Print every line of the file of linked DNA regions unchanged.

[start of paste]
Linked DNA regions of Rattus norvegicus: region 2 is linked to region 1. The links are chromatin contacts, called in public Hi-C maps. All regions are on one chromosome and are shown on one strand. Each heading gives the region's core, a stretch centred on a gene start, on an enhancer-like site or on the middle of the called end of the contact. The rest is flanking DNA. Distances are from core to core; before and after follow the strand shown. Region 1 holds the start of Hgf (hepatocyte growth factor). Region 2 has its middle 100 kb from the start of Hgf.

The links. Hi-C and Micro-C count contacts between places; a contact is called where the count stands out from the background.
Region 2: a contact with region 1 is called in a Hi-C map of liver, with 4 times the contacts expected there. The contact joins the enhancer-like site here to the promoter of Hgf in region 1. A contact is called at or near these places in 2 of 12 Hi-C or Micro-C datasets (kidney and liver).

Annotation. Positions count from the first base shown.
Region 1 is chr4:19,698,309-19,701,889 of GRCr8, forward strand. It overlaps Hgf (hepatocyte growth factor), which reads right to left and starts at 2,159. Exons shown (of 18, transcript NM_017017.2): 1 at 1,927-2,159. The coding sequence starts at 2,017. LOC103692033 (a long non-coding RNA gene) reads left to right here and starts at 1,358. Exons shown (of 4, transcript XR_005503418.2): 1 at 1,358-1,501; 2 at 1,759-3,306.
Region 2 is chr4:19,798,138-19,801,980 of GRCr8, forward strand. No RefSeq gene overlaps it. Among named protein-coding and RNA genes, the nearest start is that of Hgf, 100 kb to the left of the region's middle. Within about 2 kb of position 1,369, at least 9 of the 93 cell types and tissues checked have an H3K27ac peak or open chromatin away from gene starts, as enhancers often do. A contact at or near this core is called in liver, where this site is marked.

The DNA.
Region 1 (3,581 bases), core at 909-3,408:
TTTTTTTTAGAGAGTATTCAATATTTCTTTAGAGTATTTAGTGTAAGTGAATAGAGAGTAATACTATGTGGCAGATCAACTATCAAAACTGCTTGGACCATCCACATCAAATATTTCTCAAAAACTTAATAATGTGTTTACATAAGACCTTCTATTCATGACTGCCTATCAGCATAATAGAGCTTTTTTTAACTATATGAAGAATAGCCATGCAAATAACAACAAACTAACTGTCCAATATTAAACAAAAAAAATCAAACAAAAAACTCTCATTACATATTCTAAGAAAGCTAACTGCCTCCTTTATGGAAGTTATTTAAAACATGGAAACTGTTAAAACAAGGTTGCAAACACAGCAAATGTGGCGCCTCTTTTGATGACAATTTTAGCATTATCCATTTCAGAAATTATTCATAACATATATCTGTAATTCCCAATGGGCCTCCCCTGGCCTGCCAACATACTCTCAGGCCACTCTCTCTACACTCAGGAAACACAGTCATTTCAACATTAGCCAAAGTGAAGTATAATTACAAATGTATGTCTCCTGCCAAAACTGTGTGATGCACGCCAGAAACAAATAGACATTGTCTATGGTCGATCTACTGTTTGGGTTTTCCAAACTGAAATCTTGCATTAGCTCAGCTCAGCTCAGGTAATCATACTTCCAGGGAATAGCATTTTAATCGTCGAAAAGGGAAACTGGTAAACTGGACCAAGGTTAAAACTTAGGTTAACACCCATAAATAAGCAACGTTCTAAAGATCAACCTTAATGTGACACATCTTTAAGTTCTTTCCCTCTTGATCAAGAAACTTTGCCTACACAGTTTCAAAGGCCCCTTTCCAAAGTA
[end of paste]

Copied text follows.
Linked DNA regions of Rattus norvegicus: region 2 is linked to region 1. The links are chromatin contacts, called in public Hi-C maps. All regions are on one chromosome and are shown on one strand. Each heading gives the region's core, a stretch centred on a gene start, on an enhancer-like site or on the middle of the called end of the contact. The rest is flanking DNA. Distances are from core to core; before and after follow the strand shown. Region 1 holds the start of Hgf (hepatocyte growth factor). Region 2 has its middle 100 kb from the start of Hgf.

The links. Hi-C and Micro-C count contacts between places; a contact is called where the count stands out from the background.
Region 2: a contact with region 1 is called in a Hi-C map of liver, with 4 times the contacts expected there. The contact joins the enhancer-like site here to the promoter of Hgf in region 1. A contact is called at or near these places in 2 of 12 Hi-C or Micro-C datasets (kidney and liver).

Annotation. Positions count from the first base shown.
Region 1 is chr4:19,698,309-19,701,889 of GRCr8, forward strand. It overlaps Hgf (hepatocyte growth factor), which reads right to left and starts at 2,159. Exons shown (of 18, transcript NM_017017.2): 1 at 1,927-2,159. The coding sequence starts at 2,017. LOC103692033 (a long non-coding RNA gene) reads left to right here and starts at 1,358. Exons shown (of 4, transcript XR_005503418.2): 1 at 1,358-1,501; 2 at 1,759-3,306.
Region 2 is chr4:19,798,138-19,801,980 of GRCr8, forward strand. No RefSeq gene overlaps it. Among named protein-coding and RNA genes, the nearest start is that of Hgf, 100 kb to the left of the region's middle. Within about 2 kb of position 1,369, at least 9 of the 93 cell types and tissues checked have an H3K27ac peak or open chromatin away from gene starts, as enhancers often do. A contact at or near this core is called in liver, where this site is marked.

The DNA.
Region 1 (3,581 bases), core at 909-3,408:
TTTTTTTTAGAGAGTATTCAATATTTCTTTAGAGTATTTAGTGTAAGTGAATAGAGAGTAATACTATGTGGCAGATCAACTATCAAAACTGCTTGGACCATCCACATCAAATATTTCTCAAAAACTTAATAATGTGTTTACATAAGACCTTCTATTCATGACTGCCTATCAGCATAATAGAGCTTTTTTTAACTATATGAAGAATAGCCATGCAAATAACAACAAACTAACTGTCCAATATTAAACAAAAAAAATCAAACAAAAAACTCTCATTACATATTCTAAGAAAGCTAACTGCCTCCTTTATGGAAGTTATTTAAAACATGGAAACTGTTAAAACAAGGTTGCAAACACAGCAAATGTGGCGCCTCTTTTGATGACAATTTTAGCATTATCCATTTCAGAAATTATTCATAACATATATCTGTAATTCCCAATGGGCCTCCCCTGGCCTGCCAACATACTCTCAGGCCACTCTCTCTACACTCAGGAAACACAGTCATTTCAACATTAGCCAAAGTGAAGTATAATTACAAATGTATGTCTCCTGCCAAAACTGTGTGATGCACGCCAGAAACAAATAGACATTGTCTATGGTCGATCTACTGTTTGGGTTTTCCAAACTGAAATCTTGCATTAGCTCAGCTCAGCTCAGGTAATCATACTTCCAGGGAATAGCATTTTAATCGTCGAAAAGGGAAACTGGTAAACTGGACCAAGGTTAAAACTTAGGTTAACACCCATAAATAAGCAACGTTCTAAAGATCAACCTTAATGTGACACATCTTTAAGTTCTTTCCCTCTTGATCAAGAAACTTTGCCTACACAGTTTCAAAGGCCCCTTTCCAAAGTA